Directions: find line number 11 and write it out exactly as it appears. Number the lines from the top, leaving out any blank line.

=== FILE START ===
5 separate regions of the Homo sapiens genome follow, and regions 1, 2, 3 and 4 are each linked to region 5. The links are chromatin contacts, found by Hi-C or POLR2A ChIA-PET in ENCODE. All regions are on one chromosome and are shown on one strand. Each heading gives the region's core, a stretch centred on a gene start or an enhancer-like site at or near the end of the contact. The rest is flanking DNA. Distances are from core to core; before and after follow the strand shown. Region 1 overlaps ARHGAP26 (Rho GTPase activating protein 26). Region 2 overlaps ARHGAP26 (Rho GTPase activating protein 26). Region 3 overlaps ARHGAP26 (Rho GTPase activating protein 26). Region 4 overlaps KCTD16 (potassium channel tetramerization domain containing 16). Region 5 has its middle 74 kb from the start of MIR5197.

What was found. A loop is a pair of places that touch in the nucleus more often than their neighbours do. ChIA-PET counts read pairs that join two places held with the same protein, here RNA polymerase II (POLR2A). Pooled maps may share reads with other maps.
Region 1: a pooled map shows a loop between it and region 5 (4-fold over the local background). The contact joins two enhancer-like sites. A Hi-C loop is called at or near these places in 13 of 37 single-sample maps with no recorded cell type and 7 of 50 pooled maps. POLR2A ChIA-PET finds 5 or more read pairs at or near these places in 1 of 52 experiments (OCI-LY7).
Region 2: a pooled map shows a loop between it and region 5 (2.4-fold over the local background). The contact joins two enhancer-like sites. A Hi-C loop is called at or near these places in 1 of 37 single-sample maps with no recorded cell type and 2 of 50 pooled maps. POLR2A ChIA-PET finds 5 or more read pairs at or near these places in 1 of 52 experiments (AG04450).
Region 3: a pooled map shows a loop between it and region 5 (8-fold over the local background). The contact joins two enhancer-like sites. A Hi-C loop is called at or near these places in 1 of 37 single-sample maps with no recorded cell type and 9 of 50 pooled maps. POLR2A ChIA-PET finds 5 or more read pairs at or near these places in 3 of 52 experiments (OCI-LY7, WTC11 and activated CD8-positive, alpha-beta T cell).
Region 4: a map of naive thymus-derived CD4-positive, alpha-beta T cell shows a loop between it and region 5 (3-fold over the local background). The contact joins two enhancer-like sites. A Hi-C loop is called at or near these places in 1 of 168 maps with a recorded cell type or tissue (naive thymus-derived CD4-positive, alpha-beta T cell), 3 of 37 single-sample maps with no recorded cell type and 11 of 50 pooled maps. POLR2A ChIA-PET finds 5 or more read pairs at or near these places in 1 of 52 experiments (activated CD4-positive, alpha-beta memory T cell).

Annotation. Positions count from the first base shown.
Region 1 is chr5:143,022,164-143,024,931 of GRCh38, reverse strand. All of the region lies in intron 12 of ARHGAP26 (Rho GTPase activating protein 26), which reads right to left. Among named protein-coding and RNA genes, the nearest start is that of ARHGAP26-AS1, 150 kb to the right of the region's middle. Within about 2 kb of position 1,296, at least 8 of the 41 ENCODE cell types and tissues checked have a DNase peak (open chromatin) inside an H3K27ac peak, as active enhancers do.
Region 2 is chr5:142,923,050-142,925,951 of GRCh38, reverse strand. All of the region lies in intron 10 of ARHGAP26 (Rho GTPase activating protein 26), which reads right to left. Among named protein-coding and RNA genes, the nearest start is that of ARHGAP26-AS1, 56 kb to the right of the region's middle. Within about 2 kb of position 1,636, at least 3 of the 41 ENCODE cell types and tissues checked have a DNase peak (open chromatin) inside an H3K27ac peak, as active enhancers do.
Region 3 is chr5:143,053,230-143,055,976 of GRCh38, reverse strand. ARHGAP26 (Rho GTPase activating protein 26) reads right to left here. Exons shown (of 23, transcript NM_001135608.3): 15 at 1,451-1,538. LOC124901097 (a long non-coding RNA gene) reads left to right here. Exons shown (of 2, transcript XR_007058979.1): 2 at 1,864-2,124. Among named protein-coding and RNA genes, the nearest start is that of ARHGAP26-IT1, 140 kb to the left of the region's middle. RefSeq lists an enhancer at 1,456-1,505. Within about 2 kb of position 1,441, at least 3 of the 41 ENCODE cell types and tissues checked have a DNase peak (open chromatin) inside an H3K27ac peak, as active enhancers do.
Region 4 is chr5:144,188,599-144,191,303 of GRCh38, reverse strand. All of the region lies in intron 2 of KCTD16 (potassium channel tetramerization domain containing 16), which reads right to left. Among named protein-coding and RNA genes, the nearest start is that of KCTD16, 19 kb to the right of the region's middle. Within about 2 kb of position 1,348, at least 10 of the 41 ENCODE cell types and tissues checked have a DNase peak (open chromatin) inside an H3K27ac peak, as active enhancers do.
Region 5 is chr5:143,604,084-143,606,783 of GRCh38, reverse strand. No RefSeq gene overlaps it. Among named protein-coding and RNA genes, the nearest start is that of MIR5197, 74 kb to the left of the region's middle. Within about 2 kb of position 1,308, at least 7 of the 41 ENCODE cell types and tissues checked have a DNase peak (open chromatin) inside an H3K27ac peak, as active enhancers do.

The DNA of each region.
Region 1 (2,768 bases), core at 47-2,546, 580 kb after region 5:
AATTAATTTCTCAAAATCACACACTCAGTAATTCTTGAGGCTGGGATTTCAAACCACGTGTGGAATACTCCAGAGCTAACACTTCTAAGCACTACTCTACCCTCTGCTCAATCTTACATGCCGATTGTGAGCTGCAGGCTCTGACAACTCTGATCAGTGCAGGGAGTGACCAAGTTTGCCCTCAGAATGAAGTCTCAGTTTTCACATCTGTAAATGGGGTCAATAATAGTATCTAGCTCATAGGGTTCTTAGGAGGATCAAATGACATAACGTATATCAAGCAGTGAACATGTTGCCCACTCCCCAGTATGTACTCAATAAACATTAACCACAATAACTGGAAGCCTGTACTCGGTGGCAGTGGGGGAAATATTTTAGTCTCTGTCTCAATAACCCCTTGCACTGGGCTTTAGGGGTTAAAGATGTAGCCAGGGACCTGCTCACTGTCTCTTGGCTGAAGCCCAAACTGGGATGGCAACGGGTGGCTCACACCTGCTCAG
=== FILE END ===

Region 4 is chr5:144,188,599-144,191,303 of GRCh38, reverse strand. All of the region lies in intron 2 of KCTD16 (potassium channel tetramerization domain containing 16), which reads right to left. Among named protein-coding and RNA genes, the nearest start is that of KCTD16, 19 kb to the right of the region's middle. Within about 2 kb of position 1,348, at least 10 of the 41 ENCODE cell types and tissues checked have a DNase peak (open chromatin) inside an H3K27ac peak, as active enhancers do.